FIG. 6 is a block diagram of an example electronic device that may be used in semi-automatically extracting a polyline from a linear feature of a point cloud;

FIG. 7 is an example user interface for use with a linear feature extraction process;

FIG. 8 is an example sequence of steps for user interaction with the linear feature extraction process;

FIG. 9 is an example sequence of steps executed by the automatic linear feature following sub-process to automatically follow a linear feature;

FIG. 10A is an example of query boxes imposed upon a point cloud about a linear feature;

FIG. 10B shows the query boxes of FIG. 10A about the linear feature with the point cloud removed;

FIG. 11 is an example sequence of steps executed by the query box creation sub-process to extract points around a search location;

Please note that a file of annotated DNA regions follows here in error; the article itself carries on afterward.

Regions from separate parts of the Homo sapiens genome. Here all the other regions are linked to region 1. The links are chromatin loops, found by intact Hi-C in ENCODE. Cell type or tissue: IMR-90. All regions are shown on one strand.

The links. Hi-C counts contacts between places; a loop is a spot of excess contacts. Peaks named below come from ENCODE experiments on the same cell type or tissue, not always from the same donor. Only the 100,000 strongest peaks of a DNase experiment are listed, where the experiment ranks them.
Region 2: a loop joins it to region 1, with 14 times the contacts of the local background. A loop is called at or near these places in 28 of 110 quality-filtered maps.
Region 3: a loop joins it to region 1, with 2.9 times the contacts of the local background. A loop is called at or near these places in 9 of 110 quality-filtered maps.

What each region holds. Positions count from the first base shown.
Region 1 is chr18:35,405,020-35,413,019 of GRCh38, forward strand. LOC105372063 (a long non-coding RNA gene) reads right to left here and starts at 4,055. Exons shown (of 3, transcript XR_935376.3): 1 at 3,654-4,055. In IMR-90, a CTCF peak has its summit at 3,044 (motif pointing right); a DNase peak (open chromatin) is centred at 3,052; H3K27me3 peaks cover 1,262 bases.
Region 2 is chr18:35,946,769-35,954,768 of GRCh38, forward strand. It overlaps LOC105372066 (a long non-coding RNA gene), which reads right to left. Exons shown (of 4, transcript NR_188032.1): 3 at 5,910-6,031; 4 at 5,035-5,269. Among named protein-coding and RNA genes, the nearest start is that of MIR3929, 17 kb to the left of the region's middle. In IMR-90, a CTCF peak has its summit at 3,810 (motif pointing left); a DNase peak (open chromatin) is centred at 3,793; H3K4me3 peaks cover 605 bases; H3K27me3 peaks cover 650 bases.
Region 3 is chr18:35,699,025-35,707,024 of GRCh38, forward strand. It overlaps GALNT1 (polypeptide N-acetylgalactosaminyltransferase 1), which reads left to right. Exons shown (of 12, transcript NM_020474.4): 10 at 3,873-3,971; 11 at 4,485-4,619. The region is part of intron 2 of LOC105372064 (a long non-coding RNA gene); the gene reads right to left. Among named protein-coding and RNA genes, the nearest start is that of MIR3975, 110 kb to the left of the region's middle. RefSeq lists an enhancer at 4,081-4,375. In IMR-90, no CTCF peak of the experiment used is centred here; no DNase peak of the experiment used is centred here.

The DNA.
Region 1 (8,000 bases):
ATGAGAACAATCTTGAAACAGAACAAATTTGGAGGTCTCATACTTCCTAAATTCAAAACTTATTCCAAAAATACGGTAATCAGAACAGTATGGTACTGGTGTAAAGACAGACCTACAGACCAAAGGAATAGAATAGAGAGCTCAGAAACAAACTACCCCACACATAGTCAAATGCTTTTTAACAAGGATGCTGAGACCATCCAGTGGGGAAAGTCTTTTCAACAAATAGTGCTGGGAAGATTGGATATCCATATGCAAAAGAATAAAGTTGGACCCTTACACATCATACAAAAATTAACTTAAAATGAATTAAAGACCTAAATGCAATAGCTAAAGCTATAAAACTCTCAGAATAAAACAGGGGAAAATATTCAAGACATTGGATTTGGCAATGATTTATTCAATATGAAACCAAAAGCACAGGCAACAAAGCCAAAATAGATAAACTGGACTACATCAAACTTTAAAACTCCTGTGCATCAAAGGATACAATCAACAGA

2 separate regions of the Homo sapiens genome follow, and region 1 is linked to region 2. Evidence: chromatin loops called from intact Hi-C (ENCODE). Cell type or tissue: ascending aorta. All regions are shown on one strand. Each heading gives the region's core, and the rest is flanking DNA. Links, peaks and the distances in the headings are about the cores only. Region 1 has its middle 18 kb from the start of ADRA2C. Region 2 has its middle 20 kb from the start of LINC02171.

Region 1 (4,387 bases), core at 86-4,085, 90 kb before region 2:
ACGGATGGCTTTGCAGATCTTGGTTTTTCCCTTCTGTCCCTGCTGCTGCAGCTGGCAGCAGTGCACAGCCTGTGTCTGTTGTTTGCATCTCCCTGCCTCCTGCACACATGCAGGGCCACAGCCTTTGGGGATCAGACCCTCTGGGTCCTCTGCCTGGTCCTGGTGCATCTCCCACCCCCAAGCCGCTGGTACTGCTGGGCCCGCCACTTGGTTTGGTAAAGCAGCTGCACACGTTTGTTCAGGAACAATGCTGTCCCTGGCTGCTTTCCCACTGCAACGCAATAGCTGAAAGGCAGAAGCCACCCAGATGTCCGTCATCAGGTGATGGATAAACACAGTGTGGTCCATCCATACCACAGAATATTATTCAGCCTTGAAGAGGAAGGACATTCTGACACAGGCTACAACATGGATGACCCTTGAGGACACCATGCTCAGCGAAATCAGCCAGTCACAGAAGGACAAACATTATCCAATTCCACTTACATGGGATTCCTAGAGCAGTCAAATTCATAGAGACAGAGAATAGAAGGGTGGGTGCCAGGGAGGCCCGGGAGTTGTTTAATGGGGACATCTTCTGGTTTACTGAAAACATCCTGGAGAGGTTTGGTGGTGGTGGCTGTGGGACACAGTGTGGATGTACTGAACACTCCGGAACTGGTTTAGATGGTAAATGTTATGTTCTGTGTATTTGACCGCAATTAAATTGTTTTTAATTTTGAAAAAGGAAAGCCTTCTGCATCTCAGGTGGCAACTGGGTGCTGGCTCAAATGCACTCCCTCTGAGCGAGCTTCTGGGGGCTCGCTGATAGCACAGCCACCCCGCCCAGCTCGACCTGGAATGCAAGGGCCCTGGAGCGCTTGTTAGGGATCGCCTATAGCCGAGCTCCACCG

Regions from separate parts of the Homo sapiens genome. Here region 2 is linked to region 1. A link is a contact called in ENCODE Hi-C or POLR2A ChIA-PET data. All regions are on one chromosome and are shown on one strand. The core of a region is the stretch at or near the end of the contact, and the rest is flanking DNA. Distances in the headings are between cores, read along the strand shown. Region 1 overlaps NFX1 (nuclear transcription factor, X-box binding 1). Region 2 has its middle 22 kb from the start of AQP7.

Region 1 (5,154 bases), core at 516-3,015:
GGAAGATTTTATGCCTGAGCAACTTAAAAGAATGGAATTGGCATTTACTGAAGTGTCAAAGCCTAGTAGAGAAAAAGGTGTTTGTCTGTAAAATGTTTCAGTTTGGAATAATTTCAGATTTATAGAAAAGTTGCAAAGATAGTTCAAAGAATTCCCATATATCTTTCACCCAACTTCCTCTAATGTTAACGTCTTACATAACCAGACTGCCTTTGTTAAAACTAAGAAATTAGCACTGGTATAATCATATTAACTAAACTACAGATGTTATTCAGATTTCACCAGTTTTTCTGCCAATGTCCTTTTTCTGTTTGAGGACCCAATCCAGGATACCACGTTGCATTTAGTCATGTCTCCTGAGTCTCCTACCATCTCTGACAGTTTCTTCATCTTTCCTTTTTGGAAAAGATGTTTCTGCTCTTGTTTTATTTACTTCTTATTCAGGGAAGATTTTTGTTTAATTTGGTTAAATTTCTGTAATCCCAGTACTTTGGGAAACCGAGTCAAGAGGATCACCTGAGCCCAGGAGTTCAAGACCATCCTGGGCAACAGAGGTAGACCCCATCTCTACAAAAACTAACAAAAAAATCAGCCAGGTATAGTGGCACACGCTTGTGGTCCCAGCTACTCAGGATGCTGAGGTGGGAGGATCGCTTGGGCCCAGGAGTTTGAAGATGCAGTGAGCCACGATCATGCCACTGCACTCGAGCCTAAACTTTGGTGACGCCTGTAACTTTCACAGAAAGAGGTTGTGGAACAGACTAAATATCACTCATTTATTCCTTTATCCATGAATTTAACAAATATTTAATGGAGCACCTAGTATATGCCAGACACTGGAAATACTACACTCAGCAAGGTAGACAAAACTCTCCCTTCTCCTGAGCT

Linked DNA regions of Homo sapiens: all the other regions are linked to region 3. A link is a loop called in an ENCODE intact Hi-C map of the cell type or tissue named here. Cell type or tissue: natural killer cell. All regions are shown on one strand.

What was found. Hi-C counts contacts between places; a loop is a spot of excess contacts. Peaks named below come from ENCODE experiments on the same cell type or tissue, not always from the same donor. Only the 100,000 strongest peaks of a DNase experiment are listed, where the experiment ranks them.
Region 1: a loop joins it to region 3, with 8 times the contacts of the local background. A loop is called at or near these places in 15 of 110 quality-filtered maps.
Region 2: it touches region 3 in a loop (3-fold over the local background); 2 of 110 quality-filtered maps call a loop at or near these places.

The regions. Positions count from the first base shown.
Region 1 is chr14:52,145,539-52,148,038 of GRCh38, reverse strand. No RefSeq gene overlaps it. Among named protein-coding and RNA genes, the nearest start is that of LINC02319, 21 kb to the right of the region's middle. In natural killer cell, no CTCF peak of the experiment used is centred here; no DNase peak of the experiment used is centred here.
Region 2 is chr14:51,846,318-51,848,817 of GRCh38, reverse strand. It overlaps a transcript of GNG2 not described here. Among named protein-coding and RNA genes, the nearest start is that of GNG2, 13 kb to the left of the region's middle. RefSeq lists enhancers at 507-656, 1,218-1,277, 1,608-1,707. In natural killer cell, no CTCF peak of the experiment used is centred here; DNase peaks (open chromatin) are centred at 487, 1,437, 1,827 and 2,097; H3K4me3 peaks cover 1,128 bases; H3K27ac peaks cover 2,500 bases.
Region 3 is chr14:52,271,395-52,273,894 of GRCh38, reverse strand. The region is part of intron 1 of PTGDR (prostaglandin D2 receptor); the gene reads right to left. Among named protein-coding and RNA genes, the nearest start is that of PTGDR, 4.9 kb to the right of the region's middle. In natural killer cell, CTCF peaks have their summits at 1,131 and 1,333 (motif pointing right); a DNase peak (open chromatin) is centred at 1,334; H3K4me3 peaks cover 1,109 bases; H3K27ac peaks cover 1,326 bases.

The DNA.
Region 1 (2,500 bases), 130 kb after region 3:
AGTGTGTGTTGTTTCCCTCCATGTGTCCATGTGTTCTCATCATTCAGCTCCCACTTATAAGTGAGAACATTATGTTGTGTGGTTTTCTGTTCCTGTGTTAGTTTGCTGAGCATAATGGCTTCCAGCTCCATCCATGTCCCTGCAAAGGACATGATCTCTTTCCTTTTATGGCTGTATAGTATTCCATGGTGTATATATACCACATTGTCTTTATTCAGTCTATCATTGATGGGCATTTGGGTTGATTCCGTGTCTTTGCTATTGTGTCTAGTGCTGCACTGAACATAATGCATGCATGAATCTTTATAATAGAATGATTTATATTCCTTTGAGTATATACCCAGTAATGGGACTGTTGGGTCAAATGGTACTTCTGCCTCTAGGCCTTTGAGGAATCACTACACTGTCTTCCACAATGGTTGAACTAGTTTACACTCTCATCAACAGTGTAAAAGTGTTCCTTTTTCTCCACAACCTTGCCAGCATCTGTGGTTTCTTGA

FIG. 12 is an example of query boxes aligned with a curving linear feature;

FIG. 13 is an example sequence of steps executed by the points following sub-process to follow points of a linear feature in a point cloud;

FIG. 14 is an example sequence of steps executed by the intersection detection sub-process to check if an intersection point of the linear feature has been reached;

FIG. 15 is a diagram showing example search spheres disposed at search directions and separated from a current search location by search displacements;

FIG. 16 is a diagram illustrating linear features found by the intersection detection sub-process;

FIG. 17 is an example sequence of steps executed by the linear feature merging sub-process to merge linear features;

FIG. 18 is a diagram illustrating properties used by the linear feature merging sub-process to merge linear features;